To the same effect, see other statements in the brief of defendants which read:
"As pointed out in the statement of the case, we feel that there is essentially only one question that the trial court had to determine. All other issues were covered by stipulation immediately prior to trial. The sole issue before the trial court was whether or not the plaintiff-appellee was entitled to recovery for the loss of the use of his automobile and, if so, the amount of damages that would so compensate him."
There is no longer any question in Ohio concerning the right of the owner of a motor vehicle used for commercial, business or professional purposes to recover damages for the loss of the use of such vehicle for such reasonable period of time as is necessary to make repairs. In the case of Hayes Freight Lines, Inc., v. Tarver (1947), 148 Ohio St. 82, the second paragraph of the syllabus reads:
"2. Where a motor vehicle has been damaged through the negligent acts of another only to such extent that it is reasonably capable of being repaired within a reasonable period of time after its damage, the owner may recover not only the difference in value of the vehicle immediately before and immediately after the damage, but may also recover the loss of the use of the vehicle for such reasonable period of time as is necessary to make the repairs."
See, also, Sicard v. Kremer, 133 Ohio St. 291; Cincinnati Traction Co. v. Feldkamp, 19 Ohio App. 421; and Mayer v. Cohn, 12 Ohio App. 134.
As previously pointed out under the stipulation, no dispute was raised in the trial court and none is raised here with reference to the damages sought under the first cause of action.
Defendants claim, however, under authority of the Hayes Freight Lines case, supra, that expert testimony was required to establish (1) whether the vehicle could be repaired or not, (2) whether seven days were required to obtain repair parts in Cleveland, and (3) whether seven or eight days were reasonably required to make the repairs on Insley's car after the repair parts had arrived.
On cross-examination it was developed that Insley does not now and never has operated a garage or repair shop for the repair of automobiles. Because of this fact defendants contend that Insley lacked any qualification whatever to testify as to the time required to repair his car, that the record should be treated as though there was no testimony, and that final judgment in favor of defendants should be entered on the second cause of action.
Defendants rely upon the case of Hayes Freight Lines, supra. However, it should be noted that there are material differences in the facts in the Hayes Freight Lines case. In that case, judgment was allowed in favor of Tarver not only for the difference between the value of his truck before the accident and the amount received as salvage after the accident, but he also was allowed in addition damages for the loss of the use of truck for a period of fifty-six days.
It will be noted that the Supreme Court of Ohio decided that damages for loss of use would not be allowed when there was total destruction of the vehicle or where damages were allowed for the total value less the amount received as salvage.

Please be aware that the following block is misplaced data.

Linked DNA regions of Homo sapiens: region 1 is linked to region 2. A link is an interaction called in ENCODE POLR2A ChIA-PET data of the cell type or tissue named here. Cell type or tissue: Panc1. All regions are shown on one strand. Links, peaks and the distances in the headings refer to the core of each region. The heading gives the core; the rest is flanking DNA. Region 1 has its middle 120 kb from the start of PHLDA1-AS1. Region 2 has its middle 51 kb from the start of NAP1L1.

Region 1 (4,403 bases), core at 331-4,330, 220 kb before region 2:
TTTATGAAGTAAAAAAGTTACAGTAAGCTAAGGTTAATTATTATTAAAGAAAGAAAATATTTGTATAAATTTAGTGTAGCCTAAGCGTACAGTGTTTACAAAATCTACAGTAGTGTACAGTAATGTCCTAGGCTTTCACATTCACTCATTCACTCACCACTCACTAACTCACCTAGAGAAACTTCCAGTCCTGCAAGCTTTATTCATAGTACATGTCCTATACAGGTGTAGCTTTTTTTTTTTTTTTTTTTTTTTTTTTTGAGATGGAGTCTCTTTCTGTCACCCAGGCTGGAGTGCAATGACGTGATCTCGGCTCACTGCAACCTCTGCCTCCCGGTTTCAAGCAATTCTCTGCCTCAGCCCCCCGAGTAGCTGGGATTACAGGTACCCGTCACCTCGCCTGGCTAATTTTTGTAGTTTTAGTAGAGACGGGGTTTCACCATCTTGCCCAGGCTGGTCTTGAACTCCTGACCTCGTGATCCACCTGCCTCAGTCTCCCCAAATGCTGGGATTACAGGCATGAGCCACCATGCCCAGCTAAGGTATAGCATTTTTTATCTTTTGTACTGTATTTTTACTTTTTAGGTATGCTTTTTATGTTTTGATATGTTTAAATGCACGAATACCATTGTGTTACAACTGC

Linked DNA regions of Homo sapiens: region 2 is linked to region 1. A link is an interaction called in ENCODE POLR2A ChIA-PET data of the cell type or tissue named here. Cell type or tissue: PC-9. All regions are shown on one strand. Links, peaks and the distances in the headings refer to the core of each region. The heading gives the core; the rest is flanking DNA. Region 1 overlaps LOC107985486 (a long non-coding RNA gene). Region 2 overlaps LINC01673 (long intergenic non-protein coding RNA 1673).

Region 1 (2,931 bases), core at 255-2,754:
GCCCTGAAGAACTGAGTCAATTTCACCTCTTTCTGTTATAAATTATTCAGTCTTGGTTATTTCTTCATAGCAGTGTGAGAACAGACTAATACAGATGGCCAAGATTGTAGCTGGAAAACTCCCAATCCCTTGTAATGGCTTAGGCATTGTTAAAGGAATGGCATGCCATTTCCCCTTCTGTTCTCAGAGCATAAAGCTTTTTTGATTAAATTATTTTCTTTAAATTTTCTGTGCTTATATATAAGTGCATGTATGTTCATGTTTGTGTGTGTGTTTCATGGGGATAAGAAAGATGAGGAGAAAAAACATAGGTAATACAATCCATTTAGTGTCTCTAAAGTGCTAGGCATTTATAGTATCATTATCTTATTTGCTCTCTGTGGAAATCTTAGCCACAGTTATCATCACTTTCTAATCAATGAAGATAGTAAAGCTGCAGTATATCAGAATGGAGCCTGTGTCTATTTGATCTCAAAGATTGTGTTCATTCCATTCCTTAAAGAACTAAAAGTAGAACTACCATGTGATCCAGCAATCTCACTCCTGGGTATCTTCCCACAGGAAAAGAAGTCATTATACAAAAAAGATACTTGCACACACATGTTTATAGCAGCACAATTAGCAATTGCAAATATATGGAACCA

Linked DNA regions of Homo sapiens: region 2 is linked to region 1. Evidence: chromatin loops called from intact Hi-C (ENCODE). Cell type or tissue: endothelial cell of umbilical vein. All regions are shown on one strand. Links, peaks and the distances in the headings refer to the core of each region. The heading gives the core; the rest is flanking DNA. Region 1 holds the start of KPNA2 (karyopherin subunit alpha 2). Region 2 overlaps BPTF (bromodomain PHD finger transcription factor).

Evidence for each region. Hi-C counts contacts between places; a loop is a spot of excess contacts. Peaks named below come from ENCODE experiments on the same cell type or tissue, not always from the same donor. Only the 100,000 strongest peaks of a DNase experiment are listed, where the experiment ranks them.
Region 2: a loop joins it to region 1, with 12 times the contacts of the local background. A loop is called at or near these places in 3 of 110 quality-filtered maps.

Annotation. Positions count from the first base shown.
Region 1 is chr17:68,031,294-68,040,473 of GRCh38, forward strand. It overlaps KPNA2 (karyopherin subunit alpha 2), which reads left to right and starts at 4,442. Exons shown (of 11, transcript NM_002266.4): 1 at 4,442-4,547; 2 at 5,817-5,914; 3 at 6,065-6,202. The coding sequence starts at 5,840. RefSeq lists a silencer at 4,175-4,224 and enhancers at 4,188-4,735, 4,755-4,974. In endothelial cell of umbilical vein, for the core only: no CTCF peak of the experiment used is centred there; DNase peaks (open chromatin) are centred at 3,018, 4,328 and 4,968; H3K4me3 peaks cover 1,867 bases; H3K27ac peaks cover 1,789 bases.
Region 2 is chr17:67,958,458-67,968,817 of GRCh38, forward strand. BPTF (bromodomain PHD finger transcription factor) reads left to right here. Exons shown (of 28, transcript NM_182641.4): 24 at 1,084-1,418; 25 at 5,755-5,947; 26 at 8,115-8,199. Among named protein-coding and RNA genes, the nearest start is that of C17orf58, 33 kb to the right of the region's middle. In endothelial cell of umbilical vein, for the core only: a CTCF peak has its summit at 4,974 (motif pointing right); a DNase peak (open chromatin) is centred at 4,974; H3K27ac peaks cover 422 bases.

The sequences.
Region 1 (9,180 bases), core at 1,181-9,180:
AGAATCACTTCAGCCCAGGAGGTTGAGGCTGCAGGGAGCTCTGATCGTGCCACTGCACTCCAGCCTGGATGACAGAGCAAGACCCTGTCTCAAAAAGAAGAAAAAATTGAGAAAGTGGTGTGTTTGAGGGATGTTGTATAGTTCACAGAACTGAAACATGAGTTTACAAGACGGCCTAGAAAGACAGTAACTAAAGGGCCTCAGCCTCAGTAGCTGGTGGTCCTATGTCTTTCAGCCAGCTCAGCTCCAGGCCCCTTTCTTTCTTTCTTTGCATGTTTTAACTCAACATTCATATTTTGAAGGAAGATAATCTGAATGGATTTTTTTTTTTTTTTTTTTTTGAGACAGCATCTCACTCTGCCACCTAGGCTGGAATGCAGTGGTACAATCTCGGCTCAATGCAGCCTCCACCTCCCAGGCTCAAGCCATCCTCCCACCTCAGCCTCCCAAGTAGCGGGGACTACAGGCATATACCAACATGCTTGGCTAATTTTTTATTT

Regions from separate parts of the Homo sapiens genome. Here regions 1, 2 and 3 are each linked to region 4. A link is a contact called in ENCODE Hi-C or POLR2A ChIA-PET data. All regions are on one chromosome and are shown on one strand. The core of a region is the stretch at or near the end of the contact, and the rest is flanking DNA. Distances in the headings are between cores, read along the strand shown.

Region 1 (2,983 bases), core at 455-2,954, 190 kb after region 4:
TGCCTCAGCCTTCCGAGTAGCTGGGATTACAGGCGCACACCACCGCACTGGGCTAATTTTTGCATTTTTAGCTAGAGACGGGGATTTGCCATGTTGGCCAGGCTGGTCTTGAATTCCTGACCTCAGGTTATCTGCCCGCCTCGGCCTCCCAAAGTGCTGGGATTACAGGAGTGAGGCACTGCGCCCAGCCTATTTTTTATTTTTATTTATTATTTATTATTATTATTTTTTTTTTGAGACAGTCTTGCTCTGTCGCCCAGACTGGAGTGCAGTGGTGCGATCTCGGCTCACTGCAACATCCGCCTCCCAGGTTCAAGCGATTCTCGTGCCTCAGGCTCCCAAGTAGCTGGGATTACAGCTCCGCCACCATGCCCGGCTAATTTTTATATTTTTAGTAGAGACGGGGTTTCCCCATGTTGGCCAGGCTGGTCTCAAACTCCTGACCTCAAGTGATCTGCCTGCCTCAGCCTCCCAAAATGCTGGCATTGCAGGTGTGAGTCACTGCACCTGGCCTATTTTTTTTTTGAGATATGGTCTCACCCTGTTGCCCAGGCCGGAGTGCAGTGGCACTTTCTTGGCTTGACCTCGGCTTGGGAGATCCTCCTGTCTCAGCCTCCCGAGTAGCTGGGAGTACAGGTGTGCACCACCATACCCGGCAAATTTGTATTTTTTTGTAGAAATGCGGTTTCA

Tarver's truck never was repaired, while in the case now before us, the undisputed testimony is that Insley's car was in fact repaired and returned to him just thirty days after the date of the accident. Under the circumstances we do not believe it was necessary to have an expert testify and express an opinion whether the car could be repaired or not, when everybody concerned admits that it has been repaired.
Insley's car was four years old at the time of the accident. It was taken to the Ford agency in Worthington where a delay of approximately seven days ensued awaiting the arrival of parts needed to make the repairs. Counsel for defendants suggest that parts might have been obtained elsewhere in less time and that an expert should have been called to testify whether this was a reasonable period of time. As we see it, this is a question of fact concerning which Insley was fully capable of testifying. It is a matter of common knowledge that automobiles today are complex mechanisms consisting of many models and parts, many of which change every year. We do not think this objection is well taken.
A similar objection is made concerning Insley's testimony that a period of one week was required to make the repairs after the parts had arrived. The court below had before it the petition alleging that the Buick automobile was traveling from thirty-five to forty miles per hour when it crashed into the rear and left side of Insley's car. Also before the court below was the undisputed allegation that the damage to Insley's car was extensive, the total cost of repairs being $430.93.
No efforts were made to bring out either from Insley or anyone else such information as the detailed operations in making the repairs. Insley testified clearly that after he gave the order to the garage to make the repairs, approximately two weeks were required for the two operations, namely, ordering parts and doing the repair work. As we view it, the court below was fully warranted in arriving at the conclusions it did. Defendants in the case now before us were given ample advance warning of the claim made by Insley as to damages and loss of the use of his car. That again is another respect in which the case now before us differs from the Hayes Freight Lines case, in which case there was no allegation in the cross-petition as to the claimed damage for loss of the use of the truck.
In 169 A. L. R., 1074, at page 1092, it is stated:
"In a number of cases, the amount expended for a replacement vehicle has been upheld as the measure of damages for the loss of use."
See, also, 5 American Jurisprudence, 948, Automobiles and Highway Traffic, Section 1112; and annotations in 4 A. L. R., 1356, 32 A. L. R., 714, 78 A. L. R., 910, and 169 A. L. R., 1099; and Falter v. City of Toledo, 169 Ohio St. 238.
For the reasons above stated, we conclude that the two errors assigned are not well taken and must be overruled, the judgment of the court below affirmed and the cause remanded.
Judgment affirmed and cause remanded.
DUFFY, P. J., concurs.
In my opinion there is insufficient evidence to determine the period of time reasonably necessary for the repair of the vehicle. In that respect, the plaintiff testified that the garage "took about a week to get the parts in," and that as to actual repair work, he received the car on December 13 "and I think they started to work a week or eight days perhaps before that."